4:59 a.m. Andrew wakes up, protesting that Colin won’t move over. They’re sharing a double bed this week that we’re spending in Chicago, and Colin is stretched horizontally across the mattress, dead, sleepy weight unresponsive to his twin brother’s tugging and pushing. I pick Colin up and move him, readjust the blankets, and soon Andrew is breathing heavily again.
I lie in bed another half an hour, knowing that these quiet morning hours are some of the most valuable of my day. I get up finally.
My father-in-law has prepared the coffee maker the night before. An angel, that man. All I have to do is flip a switch, and coherence will soon be mine.
I settle into the couch with my new book given to me by a great friend: Invitations from God: Accepting God’s Offer to Rest, Weep, Forgive, Wait, Remember and More by Adele Ahlberg Calhoun. I only read the Introduction. I must force myself to read a book like this slowly, letting myself hear, consider, and respond.
“Learning to listen and respond to God’s invitation is the path to real freedom.”
The past many months, especially since our move to Toronto, have helped me see the ways in which I am not free and long to be more deeply free in Christ. I want to be free to hear God and respond to Him without fear that others will misunderstand. I want to be free to resist the expectations of others which want insistently to shape me or move me away from God’s invitations. I want to be free from the dominating forces of greed and idolatry. I want to be free of the ambitions that corrupt me with notions of my self-importance. I want to be free to serve and surrender more fully to Christ. I want to be free to live my moments, my days, my years (as many as God grants) full to the brim with life and purpose and joy and vitality.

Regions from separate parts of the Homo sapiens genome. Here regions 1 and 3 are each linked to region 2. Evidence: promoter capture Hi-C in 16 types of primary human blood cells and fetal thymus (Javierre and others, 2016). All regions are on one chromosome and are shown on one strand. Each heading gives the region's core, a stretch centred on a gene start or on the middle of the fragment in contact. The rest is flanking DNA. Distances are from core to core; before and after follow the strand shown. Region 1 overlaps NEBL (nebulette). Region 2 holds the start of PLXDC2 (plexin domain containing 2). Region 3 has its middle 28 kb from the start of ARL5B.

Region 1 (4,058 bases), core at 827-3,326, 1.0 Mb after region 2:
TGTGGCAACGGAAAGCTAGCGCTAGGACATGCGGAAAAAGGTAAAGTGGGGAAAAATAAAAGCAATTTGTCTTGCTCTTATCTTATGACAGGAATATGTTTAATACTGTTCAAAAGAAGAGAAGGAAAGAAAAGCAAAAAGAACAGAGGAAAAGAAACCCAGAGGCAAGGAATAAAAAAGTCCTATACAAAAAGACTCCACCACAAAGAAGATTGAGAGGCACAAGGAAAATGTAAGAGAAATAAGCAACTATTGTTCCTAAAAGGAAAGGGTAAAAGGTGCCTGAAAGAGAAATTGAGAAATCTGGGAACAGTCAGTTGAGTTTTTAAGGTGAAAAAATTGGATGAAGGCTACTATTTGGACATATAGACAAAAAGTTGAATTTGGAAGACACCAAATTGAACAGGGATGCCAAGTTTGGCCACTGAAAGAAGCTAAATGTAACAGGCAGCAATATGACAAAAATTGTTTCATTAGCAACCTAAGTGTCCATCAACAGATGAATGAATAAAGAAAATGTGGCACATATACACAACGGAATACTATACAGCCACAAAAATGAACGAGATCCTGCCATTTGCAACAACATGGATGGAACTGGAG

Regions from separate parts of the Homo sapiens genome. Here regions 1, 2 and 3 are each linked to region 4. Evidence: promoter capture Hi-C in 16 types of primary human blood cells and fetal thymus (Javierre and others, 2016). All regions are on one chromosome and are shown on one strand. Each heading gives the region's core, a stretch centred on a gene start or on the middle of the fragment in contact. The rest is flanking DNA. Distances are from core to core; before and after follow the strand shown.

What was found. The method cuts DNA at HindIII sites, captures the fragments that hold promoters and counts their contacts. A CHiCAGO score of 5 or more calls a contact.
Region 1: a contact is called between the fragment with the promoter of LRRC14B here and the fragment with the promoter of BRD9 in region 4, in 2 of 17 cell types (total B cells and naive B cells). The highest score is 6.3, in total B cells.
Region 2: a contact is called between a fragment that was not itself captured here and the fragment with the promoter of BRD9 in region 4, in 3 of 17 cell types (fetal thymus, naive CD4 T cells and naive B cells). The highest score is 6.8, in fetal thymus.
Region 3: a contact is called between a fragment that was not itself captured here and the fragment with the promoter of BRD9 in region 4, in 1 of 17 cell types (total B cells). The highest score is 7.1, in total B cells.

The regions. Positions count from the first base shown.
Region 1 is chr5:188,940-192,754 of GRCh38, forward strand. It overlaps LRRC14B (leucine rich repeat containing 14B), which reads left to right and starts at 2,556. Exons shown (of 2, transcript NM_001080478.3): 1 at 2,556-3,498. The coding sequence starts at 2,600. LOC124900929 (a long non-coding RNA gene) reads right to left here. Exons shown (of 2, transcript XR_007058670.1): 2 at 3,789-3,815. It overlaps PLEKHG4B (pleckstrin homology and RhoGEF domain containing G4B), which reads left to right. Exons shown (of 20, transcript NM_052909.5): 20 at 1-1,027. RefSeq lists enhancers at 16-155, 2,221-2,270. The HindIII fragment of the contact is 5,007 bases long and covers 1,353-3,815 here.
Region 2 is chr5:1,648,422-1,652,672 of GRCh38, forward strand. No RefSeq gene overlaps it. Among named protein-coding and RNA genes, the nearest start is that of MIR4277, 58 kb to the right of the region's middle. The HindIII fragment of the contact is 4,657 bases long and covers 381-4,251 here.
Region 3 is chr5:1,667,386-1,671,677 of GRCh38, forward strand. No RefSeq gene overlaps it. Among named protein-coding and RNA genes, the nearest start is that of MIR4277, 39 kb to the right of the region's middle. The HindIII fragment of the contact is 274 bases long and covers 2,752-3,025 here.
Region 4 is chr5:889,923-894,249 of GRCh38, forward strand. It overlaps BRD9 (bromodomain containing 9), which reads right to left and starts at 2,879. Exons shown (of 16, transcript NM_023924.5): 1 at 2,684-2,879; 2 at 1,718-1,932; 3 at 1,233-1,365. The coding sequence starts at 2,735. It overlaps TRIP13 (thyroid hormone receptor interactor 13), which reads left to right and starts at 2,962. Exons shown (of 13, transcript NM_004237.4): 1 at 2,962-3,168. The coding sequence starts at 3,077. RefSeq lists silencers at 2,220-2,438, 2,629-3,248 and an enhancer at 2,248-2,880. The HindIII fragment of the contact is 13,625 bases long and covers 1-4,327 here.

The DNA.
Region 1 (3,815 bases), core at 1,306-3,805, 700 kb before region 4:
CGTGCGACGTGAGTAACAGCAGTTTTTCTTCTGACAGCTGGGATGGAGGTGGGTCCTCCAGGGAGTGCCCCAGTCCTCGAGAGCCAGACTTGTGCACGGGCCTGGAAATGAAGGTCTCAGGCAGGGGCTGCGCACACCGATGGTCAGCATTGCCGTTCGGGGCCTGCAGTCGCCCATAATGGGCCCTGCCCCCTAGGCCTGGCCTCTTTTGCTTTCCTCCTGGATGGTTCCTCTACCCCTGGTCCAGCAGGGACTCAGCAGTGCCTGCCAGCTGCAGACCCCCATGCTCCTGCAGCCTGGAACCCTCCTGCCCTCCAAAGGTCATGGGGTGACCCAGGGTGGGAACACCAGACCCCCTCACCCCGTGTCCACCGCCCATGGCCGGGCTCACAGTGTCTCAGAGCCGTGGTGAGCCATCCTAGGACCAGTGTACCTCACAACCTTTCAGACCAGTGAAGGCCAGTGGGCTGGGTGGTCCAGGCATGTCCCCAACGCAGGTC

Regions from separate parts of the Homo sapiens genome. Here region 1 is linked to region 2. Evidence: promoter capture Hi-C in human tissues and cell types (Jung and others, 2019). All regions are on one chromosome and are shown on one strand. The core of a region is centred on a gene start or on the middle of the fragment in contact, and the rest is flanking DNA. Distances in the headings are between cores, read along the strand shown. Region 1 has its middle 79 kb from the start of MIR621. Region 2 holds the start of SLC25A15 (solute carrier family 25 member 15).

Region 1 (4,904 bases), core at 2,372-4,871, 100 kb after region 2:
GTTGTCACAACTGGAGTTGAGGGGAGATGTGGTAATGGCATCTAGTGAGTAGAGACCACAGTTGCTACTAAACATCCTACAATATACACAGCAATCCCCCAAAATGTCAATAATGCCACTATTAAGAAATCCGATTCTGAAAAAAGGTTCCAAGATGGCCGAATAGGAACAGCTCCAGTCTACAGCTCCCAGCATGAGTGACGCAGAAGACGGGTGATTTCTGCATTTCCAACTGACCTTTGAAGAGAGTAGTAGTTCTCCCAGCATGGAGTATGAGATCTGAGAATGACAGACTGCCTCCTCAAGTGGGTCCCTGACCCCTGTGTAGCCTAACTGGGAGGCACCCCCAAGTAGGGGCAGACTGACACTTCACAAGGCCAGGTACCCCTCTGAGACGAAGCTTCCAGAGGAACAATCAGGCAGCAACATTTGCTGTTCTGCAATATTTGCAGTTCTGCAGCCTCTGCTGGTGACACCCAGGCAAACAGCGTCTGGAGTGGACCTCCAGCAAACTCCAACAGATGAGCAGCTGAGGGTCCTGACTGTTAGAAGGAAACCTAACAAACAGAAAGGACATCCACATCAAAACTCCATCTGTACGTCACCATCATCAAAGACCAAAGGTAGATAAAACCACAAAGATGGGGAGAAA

“The truth, however, is that when we say yes to invitations that keep us compulsively busy, we may be exhibiting a lazy ambivalence that actually keeps us distracted from the invitations that matter most. . . Ironically, our many yeses to invitations keeps us stressed, drained and inattentive to the divine invitations that bring real freedom and belonging.”
Distracted. Inattentive. Yes, I live like that. And it’s the story of my own invitations from God I haven’t purposefully committed to remembering and understanding until more recently. I know it’s my own story, as it bears out the truths of the story of Scripture, that will remind me that God is present. When I open my eyes wide, I see Him. In the good and ordinary gifts of today. In the seasons of disappointment and uncertainty. In the movement of my own heart toward Him. In the familiar faces of my world. My faith is strengthened in direct measure to my purposing to see. Ann Voskamp taught me that.
“Do our yeses to invitations simply divert or stroke our ego? Or do they nurture and grow body, soul and spirit? Do they build connections within the body of Christ and bring health to our marriage and family? Do the invitations we accept make us more free or less? Which invitations are shaping your world?”
Having an invitation doesn’t confirm it’s from God. We’ve been taught to pray for open “doors,” as it to say that if a road is easy and opportunities available, that surely God is in it. But I’m finding more and more that opportunities abound and invitations multiply, and it isn’t as easy to identify where God is leading me. There is a greater need for discernment, for listening well to the quiet voice of the Spirit and determining when I’m to say yes and no.
“Jesus learned how to discern between invitations. He learned discernment by first saying yes to God’s invitations to rest, wait, pray, forgive, remember and love. Time with God was not a luxury that got squeezed out when business picked up.”
I am desperate to grow in this kind of discernment. It feels more and more urgent as life complicates.
And I know and believe deeply that it’s time alone with God that shapes us and reforms us and reorients us to truth.
It’s why I got out of bed this morning.